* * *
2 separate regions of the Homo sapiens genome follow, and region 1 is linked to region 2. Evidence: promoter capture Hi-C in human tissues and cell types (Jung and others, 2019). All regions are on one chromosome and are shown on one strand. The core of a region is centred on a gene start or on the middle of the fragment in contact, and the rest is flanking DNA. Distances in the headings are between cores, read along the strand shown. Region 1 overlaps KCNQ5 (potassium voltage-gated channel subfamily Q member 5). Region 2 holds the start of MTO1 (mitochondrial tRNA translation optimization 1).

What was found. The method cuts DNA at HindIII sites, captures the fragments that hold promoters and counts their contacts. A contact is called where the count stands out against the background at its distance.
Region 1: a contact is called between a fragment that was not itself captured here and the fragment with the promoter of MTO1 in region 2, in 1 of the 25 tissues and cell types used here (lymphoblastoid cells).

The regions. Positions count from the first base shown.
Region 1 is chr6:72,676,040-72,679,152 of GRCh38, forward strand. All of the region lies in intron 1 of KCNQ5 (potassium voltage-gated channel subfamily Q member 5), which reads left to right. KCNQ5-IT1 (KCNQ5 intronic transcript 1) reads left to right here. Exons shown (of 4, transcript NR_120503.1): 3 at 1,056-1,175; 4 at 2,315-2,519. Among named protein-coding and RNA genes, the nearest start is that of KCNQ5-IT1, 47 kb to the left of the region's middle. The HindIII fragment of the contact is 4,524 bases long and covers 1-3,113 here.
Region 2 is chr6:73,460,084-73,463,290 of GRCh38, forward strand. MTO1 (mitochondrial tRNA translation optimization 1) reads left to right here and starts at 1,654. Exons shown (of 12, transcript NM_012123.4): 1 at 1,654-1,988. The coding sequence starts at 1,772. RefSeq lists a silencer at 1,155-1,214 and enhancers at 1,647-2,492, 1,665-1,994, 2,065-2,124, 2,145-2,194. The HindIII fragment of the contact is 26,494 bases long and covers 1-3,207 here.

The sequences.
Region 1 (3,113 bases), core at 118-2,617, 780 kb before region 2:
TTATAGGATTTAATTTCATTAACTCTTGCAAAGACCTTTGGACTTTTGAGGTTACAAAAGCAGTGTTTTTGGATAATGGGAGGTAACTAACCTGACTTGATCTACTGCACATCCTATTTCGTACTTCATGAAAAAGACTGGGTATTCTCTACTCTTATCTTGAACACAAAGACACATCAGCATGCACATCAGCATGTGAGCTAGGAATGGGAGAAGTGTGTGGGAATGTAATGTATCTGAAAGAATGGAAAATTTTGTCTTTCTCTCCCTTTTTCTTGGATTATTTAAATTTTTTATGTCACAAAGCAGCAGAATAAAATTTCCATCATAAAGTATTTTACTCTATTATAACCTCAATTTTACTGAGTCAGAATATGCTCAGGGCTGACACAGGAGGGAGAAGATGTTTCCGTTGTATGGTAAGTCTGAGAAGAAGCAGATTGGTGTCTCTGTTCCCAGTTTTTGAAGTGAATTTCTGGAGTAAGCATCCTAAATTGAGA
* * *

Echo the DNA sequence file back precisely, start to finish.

2 separate regions of the Homo sapiens genome follow, and region 1 is linked to region 2. Evidence: promoter capture Hi-C in human tissues and cell types (Jung and others, 2019). All regions are on one chromosome and are shown on one strand. The core of a region is centred on a gene start or on the middle of the fragment in contact, and the rest is flanking DNA. Distances in the headings are between cores, read along the strand shown. Region 1 overlaps KCNQ5 (potassium voltage-gated channel subfamily Q member 5). Region 2 holds the start of MTO1 (mitochondrial tRNA translation optimization 1).

What was found. The method cuts DNA at HindIII sites, captures the fragments that hold promoters and counts their contacts. A contact is called where the count stands out against the background at its distance.
Region 1: a contact is called between a fragment that was not itself captured here and the fragment with the promoter of MTO1 in region 2, in 1 of the 25 tissues and cell types used here (lymphoblastoid cells).

The regions. Positions count from the first base shown.
Region 1 is chr6:72,676,040-72,679,152 of GRCh38, forward strand. All of the region lies in intron 1 of KCNQ5 (potassium voltage-gated channel subfamily Q member 5), which reads left to right. KCNQ5-IT1 (KCNQ5 intronic transcript 1) reads left to right here. Exons shown (of 4, transcript NR_120503.1): 3 at 1,056-1,175; 4 at 2,315-2,519. Among named protein-coding and RNA genes, the nearest start is that of KCNQ5-IT1, 47 kb to the left of the region's middle. The HindIII fragment of the contact is 4,524 bases long and covers 1-3,113 here.
Region 2 is chr6:73,460,084-73,463,290 of GRCh38, forward strand. MTO1 (mitochondrial tRNA translation optimization 1) reads left to right here and starts at 1,654. Exons shown (of 12, transcript NM_012123.4): 1 at 1,654-1,988. The coding sequence starts at 1,772. RefSeq lists a silencer at 1,155-1,214 and enhancers at 1,647-2,492, 1,665-1,994, 2,065-2,124, 2,145-2,194. The HindIII fragment of the contact is 26,494 bases long and covers 1-3,207 here.

The sequences.
Region 1 (3,113 bases), core at 118-2,617, 780 kb before region 2:
TTATAGGATTTAATTTCATTAACTCTTGCAAAGACCTTTGGACTTTTGAGGTTACAAAAGCAGTGTTTTTGGATAATGGGAGGTAACTAACCTGACTTGATCTACTGCACATCCTATTTCGTACTTCATGAAAAAGACTGGGTATTCTCTACTCTTATCTTGAACACAAAGACACATCAGCATGCACATCAGCATGTGAGCTAGGAATGGGAGAAGTGTGTGGGAATGTAATGTATCTGAAAGAATGGAAAATTTTGTCTTTCTCTCCCTTTTTCTTGGATTATTTAAATTTTTTATGTCACAAAGCAGCAGAATAAAATTTCCATCATAAAGTATTTTACTCTATTATAACCTCAATTTTACTGAGTCAGAATATGCTCAGGGCTGACACAGGAGGGAGAAGATGTTTCCGTTGTATGGTAAGTCTGAGAAGAAGCAGATTGGTGTCTCTGTTCCCAGTTTTTGAAGTGAATTTCTGGAGTAAGCATCCTAAATTGAGA